Thomas took of his jacket and hung it up, then bent over and untied his shoes which he then placed in a neat row with his other ones on the floor of the wardrobe. He started for his chair then remembered he had Jimmy's latest letter in his jacket pocket. After retrieving it he made himself comfortable, leaning back in the chair and stretching his feet out into an ottoman. Their letter writing had been faithful. Thomas had thought that Jimmy would soon tire of it, but he hadn't. A new one tended to arrive every fortnight, sometimes more frequently.

Dear Thomas

Things have been very busy, as you might imagine with Lady Mary preparing to remarry. Her fiancé seems very nice – at least from what I can tell by eavesdropping. His Lordship is pleased so that must mean something. It will be strange to have someone else living in the house, we seem to have gotten used to a smaller family now that Lady Edith has moved to London permanently.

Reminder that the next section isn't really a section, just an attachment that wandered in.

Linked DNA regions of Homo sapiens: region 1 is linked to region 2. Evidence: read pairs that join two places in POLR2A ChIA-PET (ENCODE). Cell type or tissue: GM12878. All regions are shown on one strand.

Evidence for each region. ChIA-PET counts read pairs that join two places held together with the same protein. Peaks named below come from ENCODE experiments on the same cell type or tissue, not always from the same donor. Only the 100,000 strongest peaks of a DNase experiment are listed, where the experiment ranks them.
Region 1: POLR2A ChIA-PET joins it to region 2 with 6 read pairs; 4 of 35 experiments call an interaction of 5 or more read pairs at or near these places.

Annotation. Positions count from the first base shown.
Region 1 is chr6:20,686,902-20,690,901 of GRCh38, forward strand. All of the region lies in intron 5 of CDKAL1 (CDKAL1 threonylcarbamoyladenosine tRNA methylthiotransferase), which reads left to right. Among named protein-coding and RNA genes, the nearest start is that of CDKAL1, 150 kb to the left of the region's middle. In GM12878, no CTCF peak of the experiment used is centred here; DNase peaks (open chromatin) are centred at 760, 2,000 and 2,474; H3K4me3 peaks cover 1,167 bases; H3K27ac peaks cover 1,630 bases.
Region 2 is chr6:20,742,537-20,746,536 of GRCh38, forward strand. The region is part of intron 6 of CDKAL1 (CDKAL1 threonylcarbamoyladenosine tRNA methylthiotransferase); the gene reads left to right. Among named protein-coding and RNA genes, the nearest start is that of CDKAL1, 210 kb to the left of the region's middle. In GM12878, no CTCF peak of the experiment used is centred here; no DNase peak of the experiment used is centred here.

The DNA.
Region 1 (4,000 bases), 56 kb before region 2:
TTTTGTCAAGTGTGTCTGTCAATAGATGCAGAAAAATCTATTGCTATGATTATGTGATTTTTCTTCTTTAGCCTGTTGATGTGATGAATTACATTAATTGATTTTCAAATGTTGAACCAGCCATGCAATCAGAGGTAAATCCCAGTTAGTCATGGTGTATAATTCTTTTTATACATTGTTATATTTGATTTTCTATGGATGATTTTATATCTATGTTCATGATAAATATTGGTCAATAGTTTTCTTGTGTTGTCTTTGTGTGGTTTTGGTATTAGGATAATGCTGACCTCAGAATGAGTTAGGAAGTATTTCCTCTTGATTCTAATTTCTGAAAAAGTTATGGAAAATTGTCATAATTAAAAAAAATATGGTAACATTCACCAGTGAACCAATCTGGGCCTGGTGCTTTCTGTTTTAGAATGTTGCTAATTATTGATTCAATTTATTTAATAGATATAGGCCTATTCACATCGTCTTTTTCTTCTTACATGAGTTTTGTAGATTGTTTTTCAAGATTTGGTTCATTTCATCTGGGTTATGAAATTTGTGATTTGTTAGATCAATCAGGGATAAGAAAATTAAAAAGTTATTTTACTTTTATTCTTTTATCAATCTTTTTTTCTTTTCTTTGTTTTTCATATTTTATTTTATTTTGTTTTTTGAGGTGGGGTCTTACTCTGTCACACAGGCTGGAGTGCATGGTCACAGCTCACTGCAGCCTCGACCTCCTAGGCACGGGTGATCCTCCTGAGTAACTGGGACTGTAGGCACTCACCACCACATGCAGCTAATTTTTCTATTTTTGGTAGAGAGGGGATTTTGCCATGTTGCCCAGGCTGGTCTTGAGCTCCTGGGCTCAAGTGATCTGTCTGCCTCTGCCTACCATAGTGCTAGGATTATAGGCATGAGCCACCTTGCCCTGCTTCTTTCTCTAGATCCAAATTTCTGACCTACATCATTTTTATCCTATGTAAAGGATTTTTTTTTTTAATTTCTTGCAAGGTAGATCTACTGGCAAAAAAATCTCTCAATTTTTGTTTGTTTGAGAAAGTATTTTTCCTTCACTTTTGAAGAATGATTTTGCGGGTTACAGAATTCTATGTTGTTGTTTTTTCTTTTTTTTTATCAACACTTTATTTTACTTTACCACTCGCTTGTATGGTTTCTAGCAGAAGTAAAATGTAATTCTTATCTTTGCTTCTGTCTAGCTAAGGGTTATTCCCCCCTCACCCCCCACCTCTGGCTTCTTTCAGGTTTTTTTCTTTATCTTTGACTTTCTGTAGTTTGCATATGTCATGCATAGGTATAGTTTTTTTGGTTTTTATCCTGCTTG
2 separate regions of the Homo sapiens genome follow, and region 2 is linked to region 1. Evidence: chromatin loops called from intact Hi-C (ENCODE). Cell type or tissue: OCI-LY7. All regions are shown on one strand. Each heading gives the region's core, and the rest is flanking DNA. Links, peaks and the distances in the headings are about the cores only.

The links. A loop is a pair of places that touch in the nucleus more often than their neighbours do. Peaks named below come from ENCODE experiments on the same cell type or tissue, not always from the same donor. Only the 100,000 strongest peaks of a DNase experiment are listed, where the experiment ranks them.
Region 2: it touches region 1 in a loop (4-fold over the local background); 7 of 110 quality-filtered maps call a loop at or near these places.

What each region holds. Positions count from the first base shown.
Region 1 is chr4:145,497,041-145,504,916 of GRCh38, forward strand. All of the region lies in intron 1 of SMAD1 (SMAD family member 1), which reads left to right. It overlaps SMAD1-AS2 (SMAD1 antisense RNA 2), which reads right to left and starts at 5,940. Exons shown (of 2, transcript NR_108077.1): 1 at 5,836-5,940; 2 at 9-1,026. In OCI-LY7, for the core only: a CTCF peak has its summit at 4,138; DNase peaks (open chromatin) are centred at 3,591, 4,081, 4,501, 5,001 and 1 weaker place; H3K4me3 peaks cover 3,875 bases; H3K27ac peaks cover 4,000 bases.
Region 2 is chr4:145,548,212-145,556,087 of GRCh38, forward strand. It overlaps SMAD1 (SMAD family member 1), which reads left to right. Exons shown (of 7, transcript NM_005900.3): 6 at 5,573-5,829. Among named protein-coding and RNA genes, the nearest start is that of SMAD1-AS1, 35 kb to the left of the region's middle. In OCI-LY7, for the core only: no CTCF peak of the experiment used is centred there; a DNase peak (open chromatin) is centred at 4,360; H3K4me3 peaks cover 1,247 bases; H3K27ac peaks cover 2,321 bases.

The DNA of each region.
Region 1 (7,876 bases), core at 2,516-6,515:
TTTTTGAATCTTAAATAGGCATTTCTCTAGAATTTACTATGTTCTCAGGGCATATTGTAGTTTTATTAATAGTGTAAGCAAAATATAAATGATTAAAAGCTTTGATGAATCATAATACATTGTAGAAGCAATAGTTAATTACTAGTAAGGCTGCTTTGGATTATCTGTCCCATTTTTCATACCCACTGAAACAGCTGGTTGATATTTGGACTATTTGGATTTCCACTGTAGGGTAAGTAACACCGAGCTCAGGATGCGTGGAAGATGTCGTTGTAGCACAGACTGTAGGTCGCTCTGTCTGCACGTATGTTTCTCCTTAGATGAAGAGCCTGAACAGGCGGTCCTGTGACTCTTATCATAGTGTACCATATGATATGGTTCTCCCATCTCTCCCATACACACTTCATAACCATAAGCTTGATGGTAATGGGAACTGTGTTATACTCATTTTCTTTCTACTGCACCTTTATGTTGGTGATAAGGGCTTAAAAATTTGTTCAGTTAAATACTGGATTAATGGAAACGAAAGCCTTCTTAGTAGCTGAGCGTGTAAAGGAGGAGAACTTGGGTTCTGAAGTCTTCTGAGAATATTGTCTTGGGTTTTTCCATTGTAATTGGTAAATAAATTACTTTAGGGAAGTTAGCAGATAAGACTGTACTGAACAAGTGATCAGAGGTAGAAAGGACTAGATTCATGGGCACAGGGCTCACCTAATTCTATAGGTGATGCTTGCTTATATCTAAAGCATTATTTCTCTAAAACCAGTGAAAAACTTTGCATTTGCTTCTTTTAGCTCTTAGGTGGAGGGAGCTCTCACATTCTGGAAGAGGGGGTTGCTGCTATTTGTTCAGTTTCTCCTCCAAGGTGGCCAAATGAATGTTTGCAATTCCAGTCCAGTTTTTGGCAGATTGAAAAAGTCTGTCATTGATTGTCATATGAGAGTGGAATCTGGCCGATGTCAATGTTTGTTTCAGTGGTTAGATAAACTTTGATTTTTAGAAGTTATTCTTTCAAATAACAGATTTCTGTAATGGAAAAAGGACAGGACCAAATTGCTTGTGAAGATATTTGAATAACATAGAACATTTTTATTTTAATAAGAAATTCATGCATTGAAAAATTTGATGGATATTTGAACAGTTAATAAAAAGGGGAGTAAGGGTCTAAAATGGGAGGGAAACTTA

I worry a bit about Mr. Carson. The old man is getting forgetful, which of course he will never admit. The other day I found him wandering the second floor with two candlesticks that belong in the dining room. The week before he lost the key to the wine cellar – it was on his desk. I suppose the time is coming when he will be retiring. I'm not sure if either he or I are ready for that.

Things at home go from bad to worse. It's not all Hannah's fault I know, but I find that I dread each evening. Only Gerry keeps me coming back. My bright light in all the darkness. He's a sharp little boy. Not quite two and a half and he can read from that book you sent him. I doubt he understands, but he recognises some of the words. Sometimes when I try to read to him he pulls the book from my hands and babbles on with his own story. It was about "ncrons", or as you and I would say "unicorns", last time.

When are you coming for a visit? You said that York wasn't the antipodes, but it seems it might as well be. I want you to see Gerry. And, if I'm to be honest, I desperately need to talk to you face-to-face. God I miss that.

Please continue writing me at Downton and not at home. There's no need to add fuel to a fire. More on that when I see you. I hope you're getting the hint.

Love as always.